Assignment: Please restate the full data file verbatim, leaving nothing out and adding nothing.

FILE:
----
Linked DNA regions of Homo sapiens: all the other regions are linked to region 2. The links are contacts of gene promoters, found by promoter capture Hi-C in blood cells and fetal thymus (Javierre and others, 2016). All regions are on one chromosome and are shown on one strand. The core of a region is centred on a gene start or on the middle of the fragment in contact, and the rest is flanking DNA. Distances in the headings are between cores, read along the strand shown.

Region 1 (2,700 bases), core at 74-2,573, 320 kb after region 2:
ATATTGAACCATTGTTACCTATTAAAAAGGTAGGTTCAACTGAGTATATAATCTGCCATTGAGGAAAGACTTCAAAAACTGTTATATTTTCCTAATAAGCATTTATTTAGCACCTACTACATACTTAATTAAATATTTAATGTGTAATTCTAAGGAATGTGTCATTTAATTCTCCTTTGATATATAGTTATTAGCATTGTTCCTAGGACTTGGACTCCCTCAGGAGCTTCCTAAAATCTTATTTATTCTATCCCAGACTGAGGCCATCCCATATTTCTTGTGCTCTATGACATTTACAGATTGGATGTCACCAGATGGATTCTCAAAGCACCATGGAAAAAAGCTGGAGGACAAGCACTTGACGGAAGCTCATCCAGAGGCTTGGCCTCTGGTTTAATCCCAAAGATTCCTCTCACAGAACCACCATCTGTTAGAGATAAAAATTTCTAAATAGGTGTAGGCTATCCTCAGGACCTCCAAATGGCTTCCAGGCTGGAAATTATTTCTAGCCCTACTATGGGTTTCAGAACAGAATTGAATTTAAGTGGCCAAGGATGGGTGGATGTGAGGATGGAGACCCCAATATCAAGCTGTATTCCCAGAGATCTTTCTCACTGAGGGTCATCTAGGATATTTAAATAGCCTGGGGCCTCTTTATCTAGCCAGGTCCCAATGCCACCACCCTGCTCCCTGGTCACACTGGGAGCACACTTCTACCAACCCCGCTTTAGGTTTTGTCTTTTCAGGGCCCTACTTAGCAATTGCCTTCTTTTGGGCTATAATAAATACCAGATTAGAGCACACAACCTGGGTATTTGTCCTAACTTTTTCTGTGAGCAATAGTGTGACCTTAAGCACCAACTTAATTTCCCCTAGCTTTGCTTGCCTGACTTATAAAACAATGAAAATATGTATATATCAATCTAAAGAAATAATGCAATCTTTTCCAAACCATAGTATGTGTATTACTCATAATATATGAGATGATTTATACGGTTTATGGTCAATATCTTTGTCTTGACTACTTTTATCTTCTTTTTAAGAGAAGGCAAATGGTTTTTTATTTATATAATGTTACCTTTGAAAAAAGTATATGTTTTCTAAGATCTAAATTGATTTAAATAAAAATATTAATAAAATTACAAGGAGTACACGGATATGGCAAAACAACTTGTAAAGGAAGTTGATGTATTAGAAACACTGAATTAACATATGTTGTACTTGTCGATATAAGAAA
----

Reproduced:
Linked DNA regions of Homo sapiens: all the other regions are linked to region 2. The links are contacts of gene promoters, found by promoter capture Hi-C in blood cells and fetal thymus (Javierre and others, 2016). All regions are on one chromosome and are shown on one strand. The core of a region is centred on a gene start or on the middle of the fragment in contact, and the rest is flanking DNA. Distances in the headings are between cores, read along the strand shown.

Region 1 (2,700 bases), core at 74-2,573, 320 kb after region 2:
ATATTGAACCATTGTTACCTATTAAAAAGGTAGGTTCAACTGAGTATATAATCTGCCATTGAGGAAAGACTTCAAAAACTGTTATATTTTCCTAATAAGCATTTATTTAGCACCTACTACATACTTAATTAAATATTTAATGTGTAATTCTAAGGAATGTGTCATTTAATTCTCCTTTGATATATAGTTATTAGCATTGTTCCTAGGACTTGGACTCCCTCAGGAGCTTCCTAAAATCTTATTTATTCTATCCCAGACTGAGGCCATCCCATATTTCTTGTGCTCTATGACATTTACAGATTGGATGTCACCAGATGGATTCTCAAAGCACCATGGAAAAAAGCTGGAGGACAAGCACTTGACGGAAGCTCATCCAGAGGCTTGGCCTCTGGTTTAATCCCAAAGATTCCTCTCACAGAACCACCATCTGTTAGAGATAAAAATTTCTAAATAGGTGTAGGCTATCCTCAGGACCTCCAAATGGCTTCCAGGCTGGAAATTATTTCTAGCCCTACTATGGGTTTCAGAACAGAATTGAATTTAAGTGGCCAAGGATGGGTGGATGTGAGGATGGAGACCCCAATATCAAGCTGTATTCCCAGAGATCTTTCTCACTGAGGGTCATCTAGGATATTTAAATAGCCTGGGGCCTCTTTATCTAGCCAGGTCCCAATGCCACCACCCTGCTCCCTGGTCACACTGGGAGCACACTTCTACCAACCCCGCTTTAGGTTTTGTCTTTTCAGGGCCCTACTTAGCAATTGCCTTCTTTTGGGCTATAATAAATACCAGATTAGAGCACACAACCTGGGTATTTGTCCTAACTTTTTCTGTGAGCAATAGTGTGACCTTAAGCACCAACTTAATTTCCCCTAGCTTTGCTTGCCTGACTTATAAAACAATGAAAATATGTATATATCAATCTAAAGAAATAATGCAATCTTTTCCAAACCATAGTATGTGTATTACTCATAATATATGAGATGATTTATACGGTTTATGGTCAATATCTTTGTCTTGACTACTTTTATCTTCTTTTTAAGAGAAGGCAAATGGTTTTTTATTTATATAATGTTACCTTTGAAAAAAGTATATGTTTTCTAAGATCTAAATTGATTTAAATAAAAATATTAATAAAATTACAAGGAGTACACGGATATGGCAAAACAACTTGTAAAGGAAGTTGATGTATTAGAAACACTGAATTAACATATGTTGTACTTGTCGATATAAGAAA